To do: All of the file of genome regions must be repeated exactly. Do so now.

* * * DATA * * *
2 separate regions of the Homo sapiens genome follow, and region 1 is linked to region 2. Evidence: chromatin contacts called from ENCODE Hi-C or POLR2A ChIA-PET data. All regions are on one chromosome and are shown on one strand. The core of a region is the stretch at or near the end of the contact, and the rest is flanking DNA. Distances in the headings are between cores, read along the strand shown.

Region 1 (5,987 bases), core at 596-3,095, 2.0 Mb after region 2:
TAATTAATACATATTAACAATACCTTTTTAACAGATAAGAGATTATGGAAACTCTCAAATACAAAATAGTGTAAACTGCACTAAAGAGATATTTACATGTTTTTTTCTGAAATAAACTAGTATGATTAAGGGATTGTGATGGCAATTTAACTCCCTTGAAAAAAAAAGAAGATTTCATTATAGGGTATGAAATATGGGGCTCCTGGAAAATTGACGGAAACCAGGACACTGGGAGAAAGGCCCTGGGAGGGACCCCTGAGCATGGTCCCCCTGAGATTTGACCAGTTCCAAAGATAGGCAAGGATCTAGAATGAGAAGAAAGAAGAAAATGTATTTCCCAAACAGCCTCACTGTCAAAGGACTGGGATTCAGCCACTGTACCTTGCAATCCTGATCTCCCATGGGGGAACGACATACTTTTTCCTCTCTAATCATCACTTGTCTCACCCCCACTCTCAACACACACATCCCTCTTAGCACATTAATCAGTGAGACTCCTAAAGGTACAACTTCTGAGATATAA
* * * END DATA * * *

2 separate regions of the Homo sapiens genome follow, and region 1 is linked to region 2. Evidence: chromatin contacts called from ENCODE Hi-C or POLR2A ChIA-PET data. All regions are on one chromosome and are shown on one strand. The core of a region is the stretch at or near the end of the contact, and the rest is flanking DNA. Distances in the headings are between cores, read along the strand shown.

Region 1 (5,987 bases), core at 596-3,095, 2.0 Mb after region 2:
TAATTAATACATATTAACAATACCTTTTTAACAGATAAGAGATTATGGAAACTCTCAAATACAAAATAGTGTAAACTGCACTAAAGAGATATTTACATGTTTTTTTCTGAAATAAACTAGTATGATTAAGGGATTGTGATGGCAATTTAACTCCCTTGAAAAAAAAAGAAGATTTCATTATAGGGTATGAAATATGGGGCTCCTGGAAAATTGACGGAAACCAGGACACTGGGAGAAAGGCCCTGGGAGGGACCCCTGAGCATGGTCCCCCTGAGATTTGACCAGTTCCAAAGATAGGCAAGGATCTAGAATGAGAAGAAAGAAGAAAATGTATTTCCCAAACAGCCTCACTGTCAAAGGACTGGGATTCAGCCACTGTACCTTGCAATCCTGATCTCCCATGGGGGAACGACATACTTTTTCCTCTCTAATCATCACTTGTCTCACCCCCACTCTCAACACACACATCCCTCTTAGCACATTAATCAGTGAGACTCCTAAAGGTACAACTTCTGAGATATAA